August 2006
Volume 47, Issue 8
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Cornea  |   August 2006
Roles of Protein Kinase C, Ca2+, Pyk2, and c-Src in Agonist Activation of Rat Lacrimal Gland p42/p44 MAPK
Author Affiliations
  • Robin R. Hodges
    From the Schepens Eye Research Institute and Department of Ophthalmology, Harvard Medical School, Boston, Massachusetts; and
  • Jose D. Rios
    From the Schepens Eye Research Institute and Department of Ophthalmology, Harvard Medical School, Boston, Massachusetts; and
  • Joanna Vrouvlianis
    From the Schepens Eye Research Institute and Department of Ophthalmology, Harvard Medical School, Boston, Massachusetts; and
  • Isao Ota
    From the Schepens Eye Research Institute and Department of Ophthalmology, Harvard Medical School, Boston, Massachusetts; and
  • Driss Zoukhri
    Tufts University School of Dental Medicine, Tufts University, Boston, Massachusetts.
  • Darlene A. Dartt
    From the Schepens Eye Research Institute and Department of Ophthalmology, Harvard Medical School, Boston, Massachusetts; and
Investigative Ophthalmology & Visual Science August 2006, Vol.47, 3352-3359. doi:10.1167/iovs.06-0028
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      Robin R. Hodges, Jose D. Rios, Joanna Vrouvlianis, Isao Ota, Driss Zoukhri, Darlene A. Dartt; Roles of Protein Kinase C, Ca2+, Pyk2, and c-Src in Agonist Activation of Rat Lacrimal Gland p42/p44 MAPK. Invest. Ophthalmol. Vis. Sci. 2006;47(8):3352-3359. doi: 10.1167/iovs.06-0028.

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      © ARVO (1962-2015); The Authors (2016-present)

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Abstract

purpose. Although p42/p44 mitogen-activated protein kinase (MAPK) negatively modulates protein secretion stimulated by cholinergic and α1D-adrenergic agonists, it does not play a role in epidermal growth factor (EGF)–stimulated protein secretion. Therefore, this study was conducted to determine the roles that protein kinase C (PKC), intracellular Ca2+ ([Ca2+]i), and nonreceptor tyrosine kinases Pyk2 and Src play in the activation of agonist- and EGF-stimulated MAPK activation.

methods. Lacrimal gland acini were isolated by collagenase digestion and incubated with phorbol 12-myristate 13-acetate (PMA) to activate PKC or ionomycin, a Ca2+ ionophore. Acini were preincubated with the PKC inhibitors calphostin C or Ro-31-8220, EGTA to chelate Ca2+, or the c-Src inhibitor PP1 before stimulation with the cholinergic agonist carbachol, the α1D-adrenergic agonist phenylephrine, or EGF. Activated MAPK, Pyk2, and c-Src amounts were measured by Western blot analysis.

results. PMA and ionomycin significantly increased the activation of MAPK in a time- and concentration-dependent manner. Inhibition of PKC partially inhibited carbachol-stimulated MAPK activation while completely inhibiting phenylephrine- and EGF-stimulated MAPK activation. Chelation of Ca2+ also partially inhibited carbachol-stimulated MAPK with no effect on phenylephrine- and EGF-stimulated MAPK activation. Carbachol increased the phosphorylation of Pyk2 on tyrosine 402 and c-src on tyrosine 416 in a time-dependent manner. The c-src inhibitor PP1 inhibited carbachol-stimulated phosphorylation of Pyk2.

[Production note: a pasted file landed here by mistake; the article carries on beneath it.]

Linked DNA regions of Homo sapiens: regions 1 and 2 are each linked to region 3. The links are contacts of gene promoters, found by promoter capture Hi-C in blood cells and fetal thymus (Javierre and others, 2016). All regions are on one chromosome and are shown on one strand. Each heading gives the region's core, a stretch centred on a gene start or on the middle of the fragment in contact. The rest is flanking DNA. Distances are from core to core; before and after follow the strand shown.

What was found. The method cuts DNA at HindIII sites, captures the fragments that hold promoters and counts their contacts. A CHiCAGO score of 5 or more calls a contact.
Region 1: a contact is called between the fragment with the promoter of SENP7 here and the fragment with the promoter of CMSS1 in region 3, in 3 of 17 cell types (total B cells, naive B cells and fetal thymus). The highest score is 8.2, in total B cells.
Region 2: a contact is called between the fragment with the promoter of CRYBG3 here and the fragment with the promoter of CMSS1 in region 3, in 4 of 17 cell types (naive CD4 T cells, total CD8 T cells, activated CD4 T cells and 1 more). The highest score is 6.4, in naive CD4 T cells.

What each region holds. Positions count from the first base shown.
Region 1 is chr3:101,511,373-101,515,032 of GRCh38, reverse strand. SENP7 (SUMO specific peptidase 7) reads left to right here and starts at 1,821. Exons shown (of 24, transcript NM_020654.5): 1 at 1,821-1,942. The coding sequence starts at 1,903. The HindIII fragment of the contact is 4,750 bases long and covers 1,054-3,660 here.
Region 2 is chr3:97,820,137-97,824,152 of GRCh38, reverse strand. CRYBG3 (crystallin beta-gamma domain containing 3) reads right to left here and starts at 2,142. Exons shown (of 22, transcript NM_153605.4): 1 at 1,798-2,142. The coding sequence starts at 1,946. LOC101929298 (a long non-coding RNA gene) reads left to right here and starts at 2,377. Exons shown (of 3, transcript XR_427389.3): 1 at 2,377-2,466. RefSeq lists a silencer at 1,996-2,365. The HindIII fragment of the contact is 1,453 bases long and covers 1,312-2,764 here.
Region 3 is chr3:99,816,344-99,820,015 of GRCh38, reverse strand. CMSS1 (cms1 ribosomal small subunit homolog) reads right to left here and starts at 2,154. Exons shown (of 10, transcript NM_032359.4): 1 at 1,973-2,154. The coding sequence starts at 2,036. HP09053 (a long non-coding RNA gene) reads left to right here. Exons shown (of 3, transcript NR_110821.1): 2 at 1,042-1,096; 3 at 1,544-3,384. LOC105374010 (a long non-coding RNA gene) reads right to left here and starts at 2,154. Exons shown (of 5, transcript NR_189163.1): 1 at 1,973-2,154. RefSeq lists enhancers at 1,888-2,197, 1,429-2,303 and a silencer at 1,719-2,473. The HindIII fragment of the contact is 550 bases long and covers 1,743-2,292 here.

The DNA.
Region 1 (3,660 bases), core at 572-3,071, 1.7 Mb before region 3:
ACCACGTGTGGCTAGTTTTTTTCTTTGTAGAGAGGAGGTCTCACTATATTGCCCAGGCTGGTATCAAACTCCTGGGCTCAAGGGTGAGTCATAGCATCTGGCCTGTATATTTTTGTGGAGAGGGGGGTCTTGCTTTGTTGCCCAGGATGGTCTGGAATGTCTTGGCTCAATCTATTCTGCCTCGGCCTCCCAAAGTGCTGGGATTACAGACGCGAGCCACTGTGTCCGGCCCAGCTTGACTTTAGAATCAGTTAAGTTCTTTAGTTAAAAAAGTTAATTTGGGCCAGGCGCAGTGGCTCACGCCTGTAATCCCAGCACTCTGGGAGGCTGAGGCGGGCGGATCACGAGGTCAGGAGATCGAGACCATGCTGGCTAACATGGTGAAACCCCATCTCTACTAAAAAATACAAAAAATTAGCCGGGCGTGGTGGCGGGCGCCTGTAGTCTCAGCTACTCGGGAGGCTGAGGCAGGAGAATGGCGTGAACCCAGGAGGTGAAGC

conclusions. It was concluded that cholinergic agonists use Ca2+ and PKC to phosphorylate Pyk2 and c-Src, which subsequently stimulate MAPK activity. In contrast, α1D-adrenergic agonists and EGF do not use Pyk2 and Src but do use PKC to activate MAPK.

The lacrimal gland is the major contributor to the aqueous layer of the tear film, secreting water, electrolytes, and protein onto the ocular surface. Regulation of secretion is tightly controlled, and any disruption in quantity or quality can have deleterious effects on the ocular surface. This control is dependent on the stimulation of nerves in the cornea activating an afferent pathway to stimulate efferent pathways in the lacrimal gland, causing the gland to secrete. 1  
Acinar cells are the main cell type in the lacrimal gland; they constitute approximately 80% of the gland and are the main cell type involved in secretion. 2 These cells are highly polarized and have tight junctions at the luminal membranes, creating distinct basolateral and apical membranes. Neurotransmitters released from nerves bind to the appropriate receptor on the basolateral membrane of the acinar cell, initiating the signal that leads to the secretion of water, electrolytes, and protein across the apical membrane. 
Norepinephrine released from sympathetic nerves and acetylcholine released from parasympathetic nerves are major stimuli of lacrimal gland protein secretion. Norepinephrine binds to α1D-adrenergic receptors to activate endothelial nitric oxide (NO) synthase to generate NO. 3 NO increases cGMP through the activation of guanylate cyclase, leading to protein secretion. This agonist also activates protein kinase C (PKC)-ε 4 to stimulate secretion. Acetylcholine binds to M3 muscarinic receptors to stimulate protein secretion by activating Gαq/11 and phospholipase C (PLC)-β. 5 6 PLC-β hydrolyzes phosphatidylinositol bisphosphate into diacylglycerol (DAG) and inositol 1,4,5-trisphosphate (IP3). DAG activates PKC-α, PKC-δ, and PKC-ε in the lacrimal gland, whereas IP3 releases Ca2+ from intracellular stores. 4 7 Ca2+, either alone or in conjunction with calmodulin, leads to protein secretion.